During the first two years of the Trump administration, when Democrats were in the minority, they bristled when officials like Mr. Sessions refused to answer their questions about communications with the president on the grounds that Mr. Trump might, in the future, want to invoke executive privilege over them — even though Mr. Trump never actually did so.
Executive privilege is a power presidents have claimed under the Constitution to prevent Congress from gaining access to internal executive branch information, like confidential communications between the president and his advisers. But such information is not legally shielded from Congress by default; rather, the president is supposed to choose whether to invoke executive privilege in any particular instance — at the cost of accepting any political fire for keeping that thing secret.
With Democrats now in control of the House, Mr. Nadler is trying to avoid such stonewalling.
On Jan. 22, he sent Mr. Whitaker a letter outlining questions Democrats might ask him about his conversations with Mr. Trump and asked him to consult the White House ahead of time about whether Mr. Trump would invoke the privilege over them. Absent such an invocation, Mr. Nadler wrote that the committee would otherwise expect answers at the hearing.
If a witness refuses to answer a question during a congressional hearing without a legal right to do so, the House can vote to hold him in contempt. Congress can then ask the Justice Department to prosecute him or file a lawsuit asking a judge to order the witness to provide the information, raising the further possibility of being imprisoned for contempt of court. But a valid assertion of executive privilege would provide a lawful basis for declining to answer.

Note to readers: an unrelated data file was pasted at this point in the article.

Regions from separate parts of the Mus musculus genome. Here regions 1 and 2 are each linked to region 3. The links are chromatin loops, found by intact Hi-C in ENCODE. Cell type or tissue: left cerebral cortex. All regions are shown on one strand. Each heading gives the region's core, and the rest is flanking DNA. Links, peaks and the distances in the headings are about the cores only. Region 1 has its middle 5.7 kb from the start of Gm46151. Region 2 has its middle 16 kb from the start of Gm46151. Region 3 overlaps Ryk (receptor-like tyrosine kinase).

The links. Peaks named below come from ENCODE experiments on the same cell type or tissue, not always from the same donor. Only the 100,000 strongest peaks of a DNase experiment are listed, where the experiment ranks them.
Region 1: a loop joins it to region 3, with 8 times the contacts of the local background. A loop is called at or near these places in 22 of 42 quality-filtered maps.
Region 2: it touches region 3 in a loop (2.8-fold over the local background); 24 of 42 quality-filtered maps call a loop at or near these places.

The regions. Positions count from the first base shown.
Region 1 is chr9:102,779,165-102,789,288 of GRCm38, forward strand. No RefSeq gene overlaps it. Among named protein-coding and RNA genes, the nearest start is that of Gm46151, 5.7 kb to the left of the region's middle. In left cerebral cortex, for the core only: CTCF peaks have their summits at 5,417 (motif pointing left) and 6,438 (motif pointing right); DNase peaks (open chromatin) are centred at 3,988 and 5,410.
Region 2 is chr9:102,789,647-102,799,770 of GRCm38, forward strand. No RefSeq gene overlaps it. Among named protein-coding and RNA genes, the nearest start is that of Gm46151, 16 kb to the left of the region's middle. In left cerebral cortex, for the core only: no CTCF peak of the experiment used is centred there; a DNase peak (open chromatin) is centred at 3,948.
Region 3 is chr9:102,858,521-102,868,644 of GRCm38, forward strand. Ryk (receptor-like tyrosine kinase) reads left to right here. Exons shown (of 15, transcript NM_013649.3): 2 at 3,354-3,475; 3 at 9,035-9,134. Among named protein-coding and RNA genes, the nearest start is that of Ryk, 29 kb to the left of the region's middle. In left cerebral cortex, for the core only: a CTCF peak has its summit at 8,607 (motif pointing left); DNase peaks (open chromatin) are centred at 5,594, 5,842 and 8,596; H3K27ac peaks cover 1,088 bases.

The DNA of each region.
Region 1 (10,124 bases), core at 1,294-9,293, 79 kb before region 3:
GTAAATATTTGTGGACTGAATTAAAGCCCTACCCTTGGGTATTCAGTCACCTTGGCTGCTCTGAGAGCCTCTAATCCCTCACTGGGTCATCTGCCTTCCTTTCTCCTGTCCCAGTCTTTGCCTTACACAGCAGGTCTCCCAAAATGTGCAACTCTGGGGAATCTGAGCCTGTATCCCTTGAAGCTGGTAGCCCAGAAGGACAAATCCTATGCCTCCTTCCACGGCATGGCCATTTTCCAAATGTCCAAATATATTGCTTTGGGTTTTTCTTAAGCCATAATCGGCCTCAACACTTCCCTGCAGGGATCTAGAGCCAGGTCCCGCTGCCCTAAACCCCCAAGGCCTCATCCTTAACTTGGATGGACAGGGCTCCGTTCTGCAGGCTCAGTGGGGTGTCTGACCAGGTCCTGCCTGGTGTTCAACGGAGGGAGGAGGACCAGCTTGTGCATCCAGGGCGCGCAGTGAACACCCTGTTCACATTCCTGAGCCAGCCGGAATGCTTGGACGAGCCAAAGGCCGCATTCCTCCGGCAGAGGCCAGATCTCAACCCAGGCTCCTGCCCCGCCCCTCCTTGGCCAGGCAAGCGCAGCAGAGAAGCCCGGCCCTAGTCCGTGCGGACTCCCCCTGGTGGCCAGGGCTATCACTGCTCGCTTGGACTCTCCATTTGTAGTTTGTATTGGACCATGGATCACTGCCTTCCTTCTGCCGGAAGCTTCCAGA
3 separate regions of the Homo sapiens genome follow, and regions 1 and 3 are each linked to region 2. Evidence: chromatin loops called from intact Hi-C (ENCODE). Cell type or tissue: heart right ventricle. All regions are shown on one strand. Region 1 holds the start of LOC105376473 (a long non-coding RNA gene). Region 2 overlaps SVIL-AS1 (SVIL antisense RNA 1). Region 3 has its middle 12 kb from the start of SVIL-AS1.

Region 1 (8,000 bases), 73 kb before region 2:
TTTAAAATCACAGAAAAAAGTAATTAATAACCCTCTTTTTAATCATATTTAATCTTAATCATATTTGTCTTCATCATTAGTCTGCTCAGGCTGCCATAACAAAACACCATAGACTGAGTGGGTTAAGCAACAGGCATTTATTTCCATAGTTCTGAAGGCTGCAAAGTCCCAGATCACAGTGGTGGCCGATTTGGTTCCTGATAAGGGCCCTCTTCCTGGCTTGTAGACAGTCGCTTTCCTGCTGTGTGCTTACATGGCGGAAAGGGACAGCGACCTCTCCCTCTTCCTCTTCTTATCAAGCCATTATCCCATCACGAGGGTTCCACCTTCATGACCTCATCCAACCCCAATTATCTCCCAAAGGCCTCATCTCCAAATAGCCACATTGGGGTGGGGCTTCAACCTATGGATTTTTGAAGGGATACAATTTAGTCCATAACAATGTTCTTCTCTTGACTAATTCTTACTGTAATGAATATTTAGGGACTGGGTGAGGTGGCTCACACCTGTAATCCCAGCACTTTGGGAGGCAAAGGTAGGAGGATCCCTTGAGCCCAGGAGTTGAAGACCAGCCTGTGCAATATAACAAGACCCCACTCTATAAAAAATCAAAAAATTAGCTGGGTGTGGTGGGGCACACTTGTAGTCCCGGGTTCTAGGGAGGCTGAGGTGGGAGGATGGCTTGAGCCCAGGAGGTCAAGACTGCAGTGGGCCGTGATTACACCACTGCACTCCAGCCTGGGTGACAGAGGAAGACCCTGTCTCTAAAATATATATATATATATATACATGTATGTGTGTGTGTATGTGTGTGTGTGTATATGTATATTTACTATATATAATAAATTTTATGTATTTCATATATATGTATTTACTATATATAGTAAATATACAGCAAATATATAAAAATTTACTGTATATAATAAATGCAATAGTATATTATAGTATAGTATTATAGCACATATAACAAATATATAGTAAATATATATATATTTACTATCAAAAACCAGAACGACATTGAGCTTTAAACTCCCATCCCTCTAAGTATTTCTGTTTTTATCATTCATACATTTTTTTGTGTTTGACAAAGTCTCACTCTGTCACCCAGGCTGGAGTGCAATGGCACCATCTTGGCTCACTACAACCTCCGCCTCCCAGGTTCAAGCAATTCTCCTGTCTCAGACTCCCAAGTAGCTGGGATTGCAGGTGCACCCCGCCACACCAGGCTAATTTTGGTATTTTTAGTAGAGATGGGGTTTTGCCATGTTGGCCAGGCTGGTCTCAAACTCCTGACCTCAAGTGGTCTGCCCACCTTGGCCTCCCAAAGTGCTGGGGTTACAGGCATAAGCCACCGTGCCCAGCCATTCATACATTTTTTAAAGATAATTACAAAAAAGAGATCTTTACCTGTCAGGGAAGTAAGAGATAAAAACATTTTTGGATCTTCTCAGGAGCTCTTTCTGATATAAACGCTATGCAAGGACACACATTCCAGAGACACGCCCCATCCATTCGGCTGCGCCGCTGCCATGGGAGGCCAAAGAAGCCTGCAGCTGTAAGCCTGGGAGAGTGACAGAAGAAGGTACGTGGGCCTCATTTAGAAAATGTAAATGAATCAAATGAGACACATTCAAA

But the Justice Department has long considered a subpoena to be a necessary precursor to Congress holding an executive branch official in contempt. Its letter to Mr. Nadler demanding that he agree not to issue the subpoena during the hearing, therefore, amounted to a demand that he not initiate contempt proceedings against Mr. Whitaker during the hearing and instead commit to negotiating over any disputed information afterward, once any questions have actually been asked.
“We cannot understand this measure other than as an attempt to circumvent the constitutionally required accommodation process and thereby to transform the hearing into a public spectacle,” the department’s letter said.
The letter also noted that previous executive branch officials of both parties have declined to answer questions that might be subject to executive privilege, and cited a 1982 Reagan administration policy instructing officials asked by lawmakers about information that might be subject to the privilege to hold the request pending a final determination. Still, those precedents did not address a situation in which the White House has advance notice about what will be asked.